I'm not quite done with the mountain of essay and final exam grading that inevitably follows end of term. But, as usual, I'm drawn into a series of waking dreams about holidays past -- Christmases, Hannukahs -- in which the healing, life-saving qualities of wool have figured large, at least for me. I have been thinking about the long drives in very old, ramshackle cars (and in one case, a 1952 Ford pickup truck) from various small towns in Minnesota to St. Paul, where the grandparents lived, just in time for Christmas -- and for quiet times beside the fire and the jovially lighted Christmas tree with steel crochet hook, working steadily toward the lace curtain, the lace edging for a cheap pillowcase. Those were my grandmother's habits, the ones that helped her survive poverty, a partial mental breakdown at menopause, the hideously unexpected birth of yet another son at age 54. She would crochet. And she taught me to do the same thing. From tragedy and desperation came things of achingly beautiful delicacy.
I remember making my first sweater -- I'm about to reveal something I almost never talk about -- when my father filed bankruptcy. They hauled away his grand piano. I had never seen him cry. He cried and cried and cried. And so mother and I did the only thing we could do, once we had hugged him for awhile -- we took out the crochet hooks and worked on some squares for a blanket. And then we gave it away.
At every Episcopal church to which I belonged, and to most of the parishes for which I served as church organist -- something that continued until age 29 -- there were church bazaars at Christmas. We would make endless objects with needles, hooks, sewing machines, many of them literally out of nothing. My mother and I transformed old quilts into new ones by recycling the padding and making new covers; we covered cardboard boxes, tubes, and squares with all manner of cloth, embroidery, crochet. We made belts out of crochet thread and beads. It was the original environmentally sound society, wasn't it, this society of thrifty, lower-class women? And at the heart of it were our hands, our imaginations, our crafts.
When my first husband died, I knitted in the big maroon chair in the living room deep into the night, almost every night, and then slept there, because I couldn't stand to be in the bedroom. I don't think I would have got through it without my knitting. When the school year ended, I hit the wall -- so I piled an immense pile of wool in many colors into the trunk of the VW Beetle, complete with jeans and sandals, and headed west, making green modular squares at each stop between Michigan and Washington State. I made a particularly garish one in the Black Hills waiting for prairie dogs to pop up on an off-road departure from the main highway. I made others in Sioux Falls, SD, after driving right up to my old childhood home at 106 South Prairie, and Worthington, Minnesota..........and so on. When I got home, I assembled the whole thing into a cardigan that I now call my Running Away From Home Sweater. Wool kept me sane, didn't it?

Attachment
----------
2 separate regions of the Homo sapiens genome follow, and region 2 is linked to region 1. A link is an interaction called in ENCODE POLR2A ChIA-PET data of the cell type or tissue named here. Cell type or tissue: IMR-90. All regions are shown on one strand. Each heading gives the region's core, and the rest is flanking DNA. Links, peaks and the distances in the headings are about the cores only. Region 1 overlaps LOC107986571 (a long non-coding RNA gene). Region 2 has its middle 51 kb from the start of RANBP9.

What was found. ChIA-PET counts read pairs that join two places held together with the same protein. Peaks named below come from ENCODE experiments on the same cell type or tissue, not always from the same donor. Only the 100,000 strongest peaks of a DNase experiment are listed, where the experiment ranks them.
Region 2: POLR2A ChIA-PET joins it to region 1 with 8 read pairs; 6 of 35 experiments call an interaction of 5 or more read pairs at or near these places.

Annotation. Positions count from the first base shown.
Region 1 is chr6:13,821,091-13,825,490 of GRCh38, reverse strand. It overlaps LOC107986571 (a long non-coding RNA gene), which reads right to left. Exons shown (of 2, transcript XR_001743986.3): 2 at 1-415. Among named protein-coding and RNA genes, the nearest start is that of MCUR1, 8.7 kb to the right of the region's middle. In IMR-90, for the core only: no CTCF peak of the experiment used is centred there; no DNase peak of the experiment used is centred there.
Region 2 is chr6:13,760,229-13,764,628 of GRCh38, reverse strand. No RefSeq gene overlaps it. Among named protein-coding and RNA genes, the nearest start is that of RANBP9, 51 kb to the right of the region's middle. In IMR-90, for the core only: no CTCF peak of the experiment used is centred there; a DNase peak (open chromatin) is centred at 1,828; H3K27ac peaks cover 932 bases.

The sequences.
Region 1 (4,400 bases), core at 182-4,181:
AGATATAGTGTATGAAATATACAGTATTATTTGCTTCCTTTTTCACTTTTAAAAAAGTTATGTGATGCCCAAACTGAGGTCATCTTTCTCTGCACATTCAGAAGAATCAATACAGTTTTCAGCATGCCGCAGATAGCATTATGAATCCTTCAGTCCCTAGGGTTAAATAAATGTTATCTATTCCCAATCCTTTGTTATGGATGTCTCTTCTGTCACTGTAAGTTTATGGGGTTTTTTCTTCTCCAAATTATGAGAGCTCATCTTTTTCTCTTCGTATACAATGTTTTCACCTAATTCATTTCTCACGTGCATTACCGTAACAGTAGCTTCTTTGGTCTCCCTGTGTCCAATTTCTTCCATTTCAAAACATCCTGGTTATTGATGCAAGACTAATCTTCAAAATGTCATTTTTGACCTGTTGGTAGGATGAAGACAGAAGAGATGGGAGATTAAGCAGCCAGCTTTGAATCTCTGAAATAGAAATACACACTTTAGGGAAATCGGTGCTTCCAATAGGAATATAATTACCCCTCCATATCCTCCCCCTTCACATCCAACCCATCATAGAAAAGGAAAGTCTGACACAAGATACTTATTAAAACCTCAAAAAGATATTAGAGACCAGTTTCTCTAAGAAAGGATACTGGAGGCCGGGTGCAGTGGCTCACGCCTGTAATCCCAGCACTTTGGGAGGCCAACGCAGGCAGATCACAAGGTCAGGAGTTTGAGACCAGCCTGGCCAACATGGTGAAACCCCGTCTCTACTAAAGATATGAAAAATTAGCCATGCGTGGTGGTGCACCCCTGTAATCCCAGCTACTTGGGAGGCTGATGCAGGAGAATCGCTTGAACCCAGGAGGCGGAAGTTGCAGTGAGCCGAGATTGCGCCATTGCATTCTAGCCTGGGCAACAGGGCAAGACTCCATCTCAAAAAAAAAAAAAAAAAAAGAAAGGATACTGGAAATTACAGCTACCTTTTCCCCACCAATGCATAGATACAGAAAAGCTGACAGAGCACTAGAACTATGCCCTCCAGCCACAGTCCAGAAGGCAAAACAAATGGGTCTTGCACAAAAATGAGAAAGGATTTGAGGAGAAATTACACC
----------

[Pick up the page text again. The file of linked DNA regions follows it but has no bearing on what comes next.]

I went to Rome the second year for Christmas -- with wool and needles, of course -- to forge new pathways for myself (it was a city that I associated with him), and I remember vividly sitting on the balcony of my gorgeous old hotel listening to the Christmas bells from St. Peter's Basilica, pealing over rooftops and onto the balcony like some kind of presence -- I knitted until there was no light, and in the morning knitted some more, and then wrote a long, long poem about being there and listening for the bells, hearing them fall away into darkness. Then my niece and nephew came, and Rome was saved for me -- because of them, of course, because they saw the place with new eyes and not with my old, saddened eyes, but also because of the rhythmic movement of yarn over needles.
For the next Christmas, I went to Barbados -- a huge pile of wool in tow -- made a sweater while I was gone, just made it up, free form -- taking color cues from the water, the sand, the sense of joy as water slapped against rocks. I sold it only a year ago for far less money than I'd paid for the yarn -- but it didn't matter. The knitting had done its good work long before the sale. And then, midyear, when I felt uncommonly sad, I made arrangements with my dear friend Vivian Hart (of Essex, England) to meet in the Orkney Islands. How could I forget sitting by myself (Vivian was watching birds) on a tiny spit of an island called Papay Westray, a game preserve, with seals not ten feet away -- and my knitting needles, a gorgeous pile of Scottish wool assuming the shape of a pullover, colors like moss and lichen and rock? The seals had no idea that they ought to be terrified -- though not of me. I cannot imagine harming something so gentle, so innocent and trusting.
There are more instances. Everyone who works with wool knows what I mean. Happy holidays to all of you, each and every one, and guard yourselves. We come this way only once.